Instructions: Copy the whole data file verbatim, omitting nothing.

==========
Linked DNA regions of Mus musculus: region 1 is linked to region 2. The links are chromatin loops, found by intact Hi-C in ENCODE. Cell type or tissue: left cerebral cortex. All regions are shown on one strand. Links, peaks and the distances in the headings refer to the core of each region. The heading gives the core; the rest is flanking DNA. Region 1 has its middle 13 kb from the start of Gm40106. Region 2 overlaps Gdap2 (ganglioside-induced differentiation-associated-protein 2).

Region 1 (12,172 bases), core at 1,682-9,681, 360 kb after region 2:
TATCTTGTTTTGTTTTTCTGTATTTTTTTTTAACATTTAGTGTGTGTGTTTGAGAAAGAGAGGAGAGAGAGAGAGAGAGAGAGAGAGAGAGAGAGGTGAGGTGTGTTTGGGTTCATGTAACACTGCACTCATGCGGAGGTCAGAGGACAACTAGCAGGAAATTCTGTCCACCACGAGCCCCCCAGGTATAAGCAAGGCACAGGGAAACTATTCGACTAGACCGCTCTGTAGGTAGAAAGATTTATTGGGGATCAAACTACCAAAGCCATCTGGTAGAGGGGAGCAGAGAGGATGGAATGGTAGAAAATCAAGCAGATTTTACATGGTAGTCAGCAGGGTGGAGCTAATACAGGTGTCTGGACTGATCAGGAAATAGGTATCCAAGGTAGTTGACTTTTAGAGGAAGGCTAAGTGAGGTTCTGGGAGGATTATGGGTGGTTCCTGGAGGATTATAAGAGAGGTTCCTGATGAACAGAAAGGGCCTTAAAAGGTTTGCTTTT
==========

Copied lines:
Linked DNA regions of Mus musculus: region 1 is linked to region 2. The links are chromatin loops, found by intact Hi-C in ENCODE. Cell type or tissue: left cerebral cortex. All regions are shown on one strand. Links, peaks and the distances in the headings refer to the core of each region. The heading gives the core; the rest is flanking DNA. Region 1 has its middle 13 kb from the start of Gm40106. Region 2 overlaps Gdap2 (ganglioside-induced differentiation-associated-protein 2).

Region 1 (12,172 bases), core at 1,682-9,681, 360 kb after region 2:
TATCTTGTTTTGTTTTTCTGTATTTTTTTTTAACATTTAGTGTGTGTGTTTGAGAAAGAGAGGAGAGAGAGAGAGAGAGAGAGAGAGAGAGAGAGGTGAGGTGTGTTTGGGTTCATGTAACACTGCACTCATGCGGAGGTCAGAGGACAACTAGCAGGAAATTCTGTCCACCACGAGCCCCCCAGGTATAAGCAAGGCACAGGGAAACTATTCGACTAGACCGCTCTGTAGGTAGAAAGATTTATTGGGGATCAAACTACCAAAGCCATCTGGTAGAGGGGAGCAGAGAGGATGGAATGGTAGAAAATCAAGCAGATTTTACATGGTAGTCAGCAGGGTGGAGCTAATACAGGTGTCTGGACTGATCAGGAAATAGGTATCCAAGGTAGTTGACTTTTAGAGGAAGGCTAAGTGAGGTTCTGGGAGGATTATGGGTGGTTCCTGGAGGATTATAAGAGAGGTTCCTGATGAACAGAAAGGGCCTTAAAAGGTTTGCTTTT